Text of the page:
The first area we look for off-page SEO is the number of unique referring domains that link to the website in question. Typically, a website performs better in the search results if the number of referring domains is higher than another competitor. Having links pointing to your website from example.com/page1, example.com/page2, and example.com/page3 count as 3 links, however still just one referring domain. The referring domains do a good job at proving trust from a wide number of sources. However, it’s also important to look at the quality of the referring domains as well, to make sure there’s not a lot of bad domains linking back.

An example of a chart showing the number of referring domains a website has

After the referring domains, it’s important to look at the anchor text of all the existing links. The anchor text is the phrase an actual link says. Many times it’s a company’s name, like "Silverback Strategies", a URL of website like “www.silverbackstrategies.com”, or something random or generic like “Click Here” -- all of which are really important to have. But it’s also very important to have some “optimized” anchor text as well -- links that mention your primary target keywords. If such anchor text is not currently existing for a website, it would be something to include in the audit. On the other end of the spectrum, if there’s anchor text that’s way too optimized, isn’t diversified with a lot of branded/random terms, then it could be a red flag for a linking penalty and should also be noted.

Just a quick sidenote, it could be determined after looking at the referring domains and anchor text that a website may be a “ticking time bomb” and it’s just a matter of time before it’s on the receiving end of a link penalty. If that’s the case, the expectations should be set very clearly in the audit that a link cleanup will be required before moving forward with building any new links.

Look at is the different target pages throughout a website that referring domains point to is another important off-site SEO area to review. A majority of the time, the page that’s linked-to the most from other websites will be the homepage. However, it’s also important to have a well-balanced website. Many interior pages should also be linked from other sites, especially pages that pertain to some of the top products/services/offerings that may not have had the room to make it onto the homepage. It’s a great way of building up the page authority of interior pages, which in turn makes your overall website that much stronger. If a website only has links to the homepage, then it could be considered “top-heavy” and could lead to a longer expected timeframe of having those interior pages have any kind of exposure in search results.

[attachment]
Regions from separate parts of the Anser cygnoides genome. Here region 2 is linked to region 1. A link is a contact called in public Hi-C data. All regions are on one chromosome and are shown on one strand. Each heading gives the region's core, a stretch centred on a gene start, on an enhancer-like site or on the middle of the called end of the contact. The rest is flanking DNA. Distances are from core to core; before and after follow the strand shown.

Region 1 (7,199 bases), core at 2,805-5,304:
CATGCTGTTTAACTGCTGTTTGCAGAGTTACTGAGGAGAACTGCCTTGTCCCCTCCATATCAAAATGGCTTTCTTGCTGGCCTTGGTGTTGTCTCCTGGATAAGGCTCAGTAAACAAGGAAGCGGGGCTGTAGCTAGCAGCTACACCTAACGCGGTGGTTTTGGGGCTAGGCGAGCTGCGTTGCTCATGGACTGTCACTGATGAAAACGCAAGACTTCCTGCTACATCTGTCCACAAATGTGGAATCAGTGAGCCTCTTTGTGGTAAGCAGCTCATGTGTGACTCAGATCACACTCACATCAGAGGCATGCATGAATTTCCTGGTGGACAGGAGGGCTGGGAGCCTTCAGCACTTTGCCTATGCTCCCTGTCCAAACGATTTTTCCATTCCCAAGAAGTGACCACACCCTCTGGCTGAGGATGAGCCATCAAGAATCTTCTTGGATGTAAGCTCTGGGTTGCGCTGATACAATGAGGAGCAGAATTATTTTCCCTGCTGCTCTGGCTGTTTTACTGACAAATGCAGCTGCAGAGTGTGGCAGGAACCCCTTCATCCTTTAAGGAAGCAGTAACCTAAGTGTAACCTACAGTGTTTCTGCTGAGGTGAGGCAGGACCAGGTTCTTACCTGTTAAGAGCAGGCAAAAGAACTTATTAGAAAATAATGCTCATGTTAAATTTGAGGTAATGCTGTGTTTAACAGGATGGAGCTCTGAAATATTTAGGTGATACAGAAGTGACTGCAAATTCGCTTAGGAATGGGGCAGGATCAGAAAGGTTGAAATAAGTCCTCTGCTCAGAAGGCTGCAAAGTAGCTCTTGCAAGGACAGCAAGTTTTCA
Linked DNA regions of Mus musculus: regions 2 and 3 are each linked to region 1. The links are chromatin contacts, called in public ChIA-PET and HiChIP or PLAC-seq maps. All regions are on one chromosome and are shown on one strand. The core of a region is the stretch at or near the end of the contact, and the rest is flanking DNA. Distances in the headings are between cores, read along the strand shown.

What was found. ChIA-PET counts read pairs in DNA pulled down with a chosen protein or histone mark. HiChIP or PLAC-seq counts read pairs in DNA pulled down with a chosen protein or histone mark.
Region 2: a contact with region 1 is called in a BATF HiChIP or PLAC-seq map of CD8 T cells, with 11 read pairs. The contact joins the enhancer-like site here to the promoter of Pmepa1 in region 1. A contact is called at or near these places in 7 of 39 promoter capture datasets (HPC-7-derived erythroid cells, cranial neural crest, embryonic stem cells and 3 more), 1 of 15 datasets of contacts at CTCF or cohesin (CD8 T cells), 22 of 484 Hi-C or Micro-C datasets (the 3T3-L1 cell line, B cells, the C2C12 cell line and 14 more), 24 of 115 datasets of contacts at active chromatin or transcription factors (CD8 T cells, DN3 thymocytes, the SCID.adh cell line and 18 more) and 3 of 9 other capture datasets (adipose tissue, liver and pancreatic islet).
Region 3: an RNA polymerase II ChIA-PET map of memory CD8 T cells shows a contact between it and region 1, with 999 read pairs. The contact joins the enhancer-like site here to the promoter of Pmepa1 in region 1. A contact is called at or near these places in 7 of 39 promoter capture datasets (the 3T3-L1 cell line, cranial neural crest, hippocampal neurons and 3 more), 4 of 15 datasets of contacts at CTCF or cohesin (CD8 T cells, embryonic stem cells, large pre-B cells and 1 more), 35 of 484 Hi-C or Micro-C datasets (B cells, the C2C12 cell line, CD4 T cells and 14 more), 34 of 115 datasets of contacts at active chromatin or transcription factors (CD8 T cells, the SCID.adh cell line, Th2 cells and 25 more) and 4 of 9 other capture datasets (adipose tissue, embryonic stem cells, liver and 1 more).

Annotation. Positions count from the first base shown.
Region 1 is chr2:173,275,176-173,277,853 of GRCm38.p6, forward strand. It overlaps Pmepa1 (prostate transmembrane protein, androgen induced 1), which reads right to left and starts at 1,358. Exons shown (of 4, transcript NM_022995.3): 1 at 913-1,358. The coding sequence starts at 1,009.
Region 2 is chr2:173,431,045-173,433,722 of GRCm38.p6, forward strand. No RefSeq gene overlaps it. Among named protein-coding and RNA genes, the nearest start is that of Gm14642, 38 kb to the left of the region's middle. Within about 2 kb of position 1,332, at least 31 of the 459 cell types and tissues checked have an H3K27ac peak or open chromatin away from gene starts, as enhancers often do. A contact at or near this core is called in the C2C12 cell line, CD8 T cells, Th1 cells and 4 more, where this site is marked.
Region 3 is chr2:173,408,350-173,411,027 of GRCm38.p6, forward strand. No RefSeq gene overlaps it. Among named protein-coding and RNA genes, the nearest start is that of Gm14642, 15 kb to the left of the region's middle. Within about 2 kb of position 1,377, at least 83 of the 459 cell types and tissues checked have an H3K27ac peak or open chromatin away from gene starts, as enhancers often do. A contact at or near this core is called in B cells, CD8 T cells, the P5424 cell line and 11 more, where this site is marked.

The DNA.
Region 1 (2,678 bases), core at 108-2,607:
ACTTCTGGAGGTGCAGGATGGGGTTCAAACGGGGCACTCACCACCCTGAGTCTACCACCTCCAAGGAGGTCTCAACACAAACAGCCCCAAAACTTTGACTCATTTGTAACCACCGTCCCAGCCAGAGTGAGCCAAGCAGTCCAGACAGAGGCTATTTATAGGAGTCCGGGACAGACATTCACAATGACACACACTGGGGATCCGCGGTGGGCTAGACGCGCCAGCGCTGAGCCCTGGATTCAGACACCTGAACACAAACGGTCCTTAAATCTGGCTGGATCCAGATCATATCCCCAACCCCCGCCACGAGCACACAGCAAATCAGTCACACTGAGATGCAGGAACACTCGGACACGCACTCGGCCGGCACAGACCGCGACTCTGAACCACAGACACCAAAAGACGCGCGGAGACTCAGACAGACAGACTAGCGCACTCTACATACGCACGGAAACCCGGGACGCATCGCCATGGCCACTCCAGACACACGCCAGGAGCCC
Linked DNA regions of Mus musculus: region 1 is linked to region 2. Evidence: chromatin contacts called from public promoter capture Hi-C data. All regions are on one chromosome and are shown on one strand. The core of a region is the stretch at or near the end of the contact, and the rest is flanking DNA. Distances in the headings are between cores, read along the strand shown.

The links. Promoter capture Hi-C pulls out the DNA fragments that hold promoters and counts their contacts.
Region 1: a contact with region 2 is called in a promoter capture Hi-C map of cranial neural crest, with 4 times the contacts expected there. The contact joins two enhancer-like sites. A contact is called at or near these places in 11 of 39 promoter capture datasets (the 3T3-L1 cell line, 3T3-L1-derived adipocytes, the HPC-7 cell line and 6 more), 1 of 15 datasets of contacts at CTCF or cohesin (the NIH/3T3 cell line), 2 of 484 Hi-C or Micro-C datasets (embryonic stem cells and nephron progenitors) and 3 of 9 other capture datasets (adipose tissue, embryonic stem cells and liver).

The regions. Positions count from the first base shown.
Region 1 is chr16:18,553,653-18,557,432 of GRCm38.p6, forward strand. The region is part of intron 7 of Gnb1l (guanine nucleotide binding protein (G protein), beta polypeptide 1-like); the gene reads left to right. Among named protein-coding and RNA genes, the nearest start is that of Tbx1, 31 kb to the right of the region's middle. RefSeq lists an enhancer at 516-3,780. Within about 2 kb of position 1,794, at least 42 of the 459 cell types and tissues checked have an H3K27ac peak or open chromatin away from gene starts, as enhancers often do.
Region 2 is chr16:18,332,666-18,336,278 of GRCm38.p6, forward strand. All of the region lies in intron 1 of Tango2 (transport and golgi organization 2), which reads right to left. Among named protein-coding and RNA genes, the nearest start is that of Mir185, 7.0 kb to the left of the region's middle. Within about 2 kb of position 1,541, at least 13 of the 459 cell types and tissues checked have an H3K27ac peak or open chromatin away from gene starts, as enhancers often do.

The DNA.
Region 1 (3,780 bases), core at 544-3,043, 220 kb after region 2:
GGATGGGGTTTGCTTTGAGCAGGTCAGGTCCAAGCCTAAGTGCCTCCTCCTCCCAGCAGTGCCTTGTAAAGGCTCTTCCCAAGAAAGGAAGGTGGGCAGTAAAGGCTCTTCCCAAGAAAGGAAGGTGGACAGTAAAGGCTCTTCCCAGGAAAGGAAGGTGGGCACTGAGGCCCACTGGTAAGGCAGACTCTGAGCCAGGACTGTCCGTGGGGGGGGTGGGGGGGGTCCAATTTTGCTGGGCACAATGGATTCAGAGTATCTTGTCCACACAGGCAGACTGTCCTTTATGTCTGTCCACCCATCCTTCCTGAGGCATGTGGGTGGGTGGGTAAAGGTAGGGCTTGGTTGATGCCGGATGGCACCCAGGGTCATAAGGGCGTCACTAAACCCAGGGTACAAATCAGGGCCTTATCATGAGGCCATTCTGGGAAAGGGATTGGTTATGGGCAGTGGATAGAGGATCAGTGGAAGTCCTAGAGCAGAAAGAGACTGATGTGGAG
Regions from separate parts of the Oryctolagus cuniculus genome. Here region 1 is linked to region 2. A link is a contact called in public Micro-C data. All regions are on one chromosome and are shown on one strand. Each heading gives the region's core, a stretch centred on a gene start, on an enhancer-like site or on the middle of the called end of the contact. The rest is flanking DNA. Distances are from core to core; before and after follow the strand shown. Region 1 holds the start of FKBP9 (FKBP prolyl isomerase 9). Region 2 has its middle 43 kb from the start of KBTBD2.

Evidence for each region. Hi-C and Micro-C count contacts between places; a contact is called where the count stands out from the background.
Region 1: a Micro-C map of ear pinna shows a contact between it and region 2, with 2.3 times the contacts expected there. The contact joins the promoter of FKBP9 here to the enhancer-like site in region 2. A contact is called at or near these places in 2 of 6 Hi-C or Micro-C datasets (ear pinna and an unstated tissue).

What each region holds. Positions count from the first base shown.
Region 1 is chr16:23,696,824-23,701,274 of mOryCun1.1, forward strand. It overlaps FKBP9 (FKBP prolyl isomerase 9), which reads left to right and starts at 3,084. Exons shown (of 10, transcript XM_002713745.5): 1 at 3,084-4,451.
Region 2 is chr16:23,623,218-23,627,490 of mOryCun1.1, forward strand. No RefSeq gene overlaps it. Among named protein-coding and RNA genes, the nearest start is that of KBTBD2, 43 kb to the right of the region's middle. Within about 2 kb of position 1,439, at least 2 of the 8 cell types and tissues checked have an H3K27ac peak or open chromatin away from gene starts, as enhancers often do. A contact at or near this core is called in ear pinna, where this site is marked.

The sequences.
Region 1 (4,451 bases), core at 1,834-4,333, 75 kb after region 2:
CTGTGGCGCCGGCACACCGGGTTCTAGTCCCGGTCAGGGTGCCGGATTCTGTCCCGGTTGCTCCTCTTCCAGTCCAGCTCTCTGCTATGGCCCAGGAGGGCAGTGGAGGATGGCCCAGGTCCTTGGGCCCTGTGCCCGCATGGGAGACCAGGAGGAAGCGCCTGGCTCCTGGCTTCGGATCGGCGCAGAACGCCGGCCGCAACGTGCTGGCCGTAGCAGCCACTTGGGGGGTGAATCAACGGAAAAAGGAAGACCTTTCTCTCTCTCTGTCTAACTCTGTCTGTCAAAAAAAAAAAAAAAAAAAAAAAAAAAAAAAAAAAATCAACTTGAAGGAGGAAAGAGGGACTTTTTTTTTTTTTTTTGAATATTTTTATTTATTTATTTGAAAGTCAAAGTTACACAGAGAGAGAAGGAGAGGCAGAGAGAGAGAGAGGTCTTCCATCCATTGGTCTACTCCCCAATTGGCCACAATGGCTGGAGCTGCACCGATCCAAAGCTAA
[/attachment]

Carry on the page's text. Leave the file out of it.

We also like to look at some of the off-site social properties, such as Google+. We are strong proponents of having a verified business Google+ page (no matter if your business is local or not) that’s fully integrated into a website -- and it’s definitely something worth pointing out in an audit if a company is not taking advantage of it.

Once you take a comprehensive look at both the on-site and off-site SEO, it’s good to provide a summary of what the potential SEO campaign might look like. If there’s much more work to be done with cleaning up the on-site issues, it could be more of a “setup” phase that may last at least 2 or 3 months before moving forward with some off-site SEO strategies. If there happens to be no major website issues or errors, then the initial phase may only take a few weeks before moving onto expansion and optimization. No matter the case, it’s always important to use an audit to set the proper expectations and figure out the exact deliverables that may be needed for any SEO project.